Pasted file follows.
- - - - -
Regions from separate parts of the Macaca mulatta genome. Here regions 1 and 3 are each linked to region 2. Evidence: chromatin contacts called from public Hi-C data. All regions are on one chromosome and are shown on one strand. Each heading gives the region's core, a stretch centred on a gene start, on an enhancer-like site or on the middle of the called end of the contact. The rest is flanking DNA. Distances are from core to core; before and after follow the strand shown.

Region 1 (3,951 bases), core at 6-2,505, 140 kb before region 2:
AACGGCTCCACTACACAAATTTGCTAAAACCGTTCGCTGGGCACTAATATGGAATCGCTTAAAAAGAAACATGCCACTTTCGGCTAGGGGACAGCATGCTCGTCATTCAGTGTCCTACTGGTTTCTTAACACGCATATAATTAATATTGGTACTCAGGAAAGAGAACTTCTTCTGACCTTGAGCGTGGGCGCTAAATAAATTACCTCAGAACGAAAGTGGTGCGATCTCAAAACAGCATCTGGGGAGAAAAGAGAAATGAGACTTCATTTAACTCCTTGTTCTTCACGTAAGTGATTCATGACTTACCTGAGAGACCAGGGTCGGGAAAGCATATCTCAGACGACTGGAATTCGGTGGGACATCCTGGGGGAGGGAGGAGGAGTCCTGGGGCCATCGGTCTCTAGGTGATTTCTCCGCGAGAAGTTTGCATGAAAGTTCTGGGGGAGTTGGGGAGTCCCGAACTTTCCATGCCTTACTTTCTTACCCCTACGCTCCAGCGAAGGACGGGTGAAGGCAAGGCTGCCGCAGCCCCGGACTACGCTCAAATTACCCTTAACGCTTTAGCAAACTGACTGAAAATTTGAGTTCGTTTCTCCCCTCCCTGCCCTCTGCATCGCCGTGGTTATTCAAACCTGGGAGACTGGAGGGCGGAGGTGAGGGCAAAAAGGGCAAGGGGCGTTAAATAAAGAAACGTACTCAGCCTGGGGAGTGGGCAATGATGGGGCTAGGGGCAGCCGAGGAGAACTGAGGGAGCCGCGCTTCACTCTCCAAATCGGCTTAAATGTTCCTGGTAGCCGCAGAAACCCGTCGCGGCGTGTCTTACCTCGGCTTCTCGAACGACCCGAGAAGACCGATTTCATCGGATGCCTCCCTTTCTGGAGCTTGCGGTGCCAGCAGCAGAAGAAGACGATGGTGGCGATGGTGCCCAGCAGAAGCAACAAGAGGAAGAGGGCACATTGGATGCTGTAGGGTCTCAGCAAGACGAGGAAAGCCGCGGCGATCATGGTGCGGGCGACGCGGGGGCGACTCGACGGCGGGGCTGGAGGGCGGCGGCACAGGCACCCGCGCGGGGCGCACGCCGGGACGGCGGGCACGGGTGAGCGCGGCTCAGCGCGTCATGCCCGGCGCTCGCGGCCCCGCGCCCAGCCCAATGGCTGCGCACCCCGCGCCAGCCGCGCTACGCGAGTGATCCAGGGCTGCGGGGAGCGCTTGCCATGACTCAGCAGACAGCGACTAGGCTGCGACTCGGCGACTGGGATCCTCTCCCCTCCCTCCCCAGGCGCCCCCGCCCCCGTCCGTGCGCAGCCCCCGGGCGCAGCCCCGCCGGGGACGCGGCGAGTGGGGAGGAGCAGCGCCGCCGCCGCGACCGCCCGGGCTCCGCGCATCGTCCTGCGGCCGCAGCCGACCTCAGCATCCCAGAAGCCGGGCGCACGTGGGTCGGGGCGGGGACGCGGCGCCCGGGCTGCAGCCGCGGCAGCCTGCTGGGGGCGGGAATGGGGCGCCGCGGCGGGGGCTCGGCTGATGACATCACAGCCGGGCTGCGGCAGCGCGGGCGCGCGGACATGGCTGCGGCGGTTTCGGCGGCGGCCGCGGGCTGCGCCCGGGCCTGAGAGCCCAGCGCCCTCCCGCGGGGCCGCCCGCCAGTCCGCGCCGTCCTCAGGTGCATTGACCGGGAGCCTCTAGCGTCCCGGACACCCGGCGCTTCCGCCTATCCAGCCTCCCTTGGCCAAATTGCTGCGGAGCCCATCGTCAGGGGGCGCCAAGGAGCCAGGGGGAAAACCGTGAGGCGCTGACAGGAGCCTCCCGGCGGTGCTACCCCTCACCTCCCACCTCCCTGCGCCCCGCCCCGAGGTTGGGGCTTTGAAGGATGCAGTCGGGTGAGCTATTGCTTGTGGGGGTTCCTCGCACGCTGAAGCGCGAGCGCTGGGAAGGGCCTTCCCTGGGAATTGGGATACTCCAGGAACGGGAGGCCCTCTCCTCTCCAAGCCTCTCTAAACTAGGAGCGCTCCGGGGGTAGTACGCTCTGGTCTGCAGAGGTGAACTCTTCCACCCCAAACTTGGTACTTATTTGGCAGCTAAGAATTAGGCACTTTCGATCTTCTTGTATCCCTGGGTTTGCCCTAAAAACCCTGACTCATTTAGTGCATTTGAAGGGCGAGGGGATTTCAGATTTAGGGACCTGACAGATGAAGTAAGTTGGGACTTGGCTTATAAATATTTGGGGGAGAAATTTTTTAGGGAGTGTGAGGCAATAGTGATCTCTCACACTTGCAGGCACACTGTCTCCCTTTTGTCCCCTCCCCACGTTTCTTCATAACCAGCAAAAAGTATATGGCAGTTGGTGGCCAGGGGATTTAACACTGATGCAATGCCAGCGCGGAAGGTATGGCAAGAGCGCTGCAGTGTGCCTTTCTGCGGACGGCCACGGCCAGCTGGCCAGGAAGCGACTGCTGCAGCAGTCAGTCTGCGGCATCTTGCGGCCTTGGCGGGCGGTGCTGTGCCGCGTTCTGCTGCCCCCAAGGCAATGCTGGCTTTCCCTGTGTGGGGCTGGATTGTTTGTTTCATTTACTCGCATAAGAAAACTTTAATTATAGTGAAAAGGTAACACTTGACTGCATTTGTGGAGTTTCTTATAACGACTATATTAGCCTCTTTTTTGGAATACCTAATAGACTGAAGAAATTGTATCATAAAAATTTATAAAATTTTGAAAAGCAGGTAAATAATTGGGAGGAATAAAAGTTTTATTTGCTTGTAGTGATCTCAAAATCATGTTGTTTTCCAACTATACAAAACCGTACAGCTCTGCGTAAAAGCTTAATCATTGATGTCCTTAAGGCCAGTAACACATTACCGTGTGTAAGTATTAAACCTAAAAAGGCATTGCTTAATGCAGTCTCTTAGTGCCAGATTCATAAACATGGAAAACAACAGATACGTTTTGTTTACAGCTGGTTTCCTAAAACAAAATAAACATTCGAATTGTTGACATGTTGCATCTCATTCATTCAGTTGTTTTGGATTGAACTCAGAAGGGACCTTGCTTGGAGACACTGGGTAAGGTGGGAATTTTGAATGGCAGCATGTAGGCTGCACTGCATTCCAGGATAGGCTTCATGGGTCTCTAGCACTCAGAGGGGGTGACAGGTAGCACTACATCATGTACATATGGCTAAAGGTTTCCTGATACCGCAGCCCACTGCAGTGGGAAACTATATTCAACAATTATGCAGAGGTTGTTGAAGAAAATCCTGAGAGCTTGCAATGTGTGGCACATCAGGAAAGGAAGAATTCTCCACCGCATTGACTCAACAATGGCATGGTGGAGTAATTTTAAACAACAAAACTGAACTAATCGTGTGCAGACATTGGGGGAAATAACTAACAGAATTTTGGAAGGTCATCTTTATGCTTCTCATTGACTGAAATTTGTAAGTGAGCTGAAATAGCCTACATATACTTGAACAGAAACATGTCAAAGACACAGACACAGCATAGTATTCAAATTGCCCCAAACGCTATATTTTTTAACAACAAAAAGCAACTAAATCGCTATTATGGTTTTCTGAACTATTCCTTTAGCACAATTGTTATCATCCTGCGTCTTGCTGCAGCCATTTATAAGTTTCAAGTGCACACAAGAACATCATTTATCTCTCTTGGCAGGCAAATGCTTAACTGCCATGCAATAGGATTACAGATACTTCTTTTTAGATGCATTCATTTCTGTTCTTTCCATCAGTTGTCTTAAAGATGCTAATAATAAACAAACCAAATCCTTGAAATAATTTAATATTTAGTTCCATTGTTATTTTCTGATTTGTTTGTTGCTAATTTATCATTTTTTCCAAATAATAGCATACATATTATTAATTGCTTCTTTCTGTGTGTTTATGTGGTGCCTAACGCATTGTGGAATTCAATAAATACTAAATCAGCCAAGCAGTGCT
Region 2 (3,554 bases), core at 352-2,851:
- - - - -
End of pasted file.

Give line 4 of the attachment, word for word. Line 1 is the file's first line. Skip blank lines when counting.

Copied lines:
Region 2 (3,554 bases), core at 352-2,851: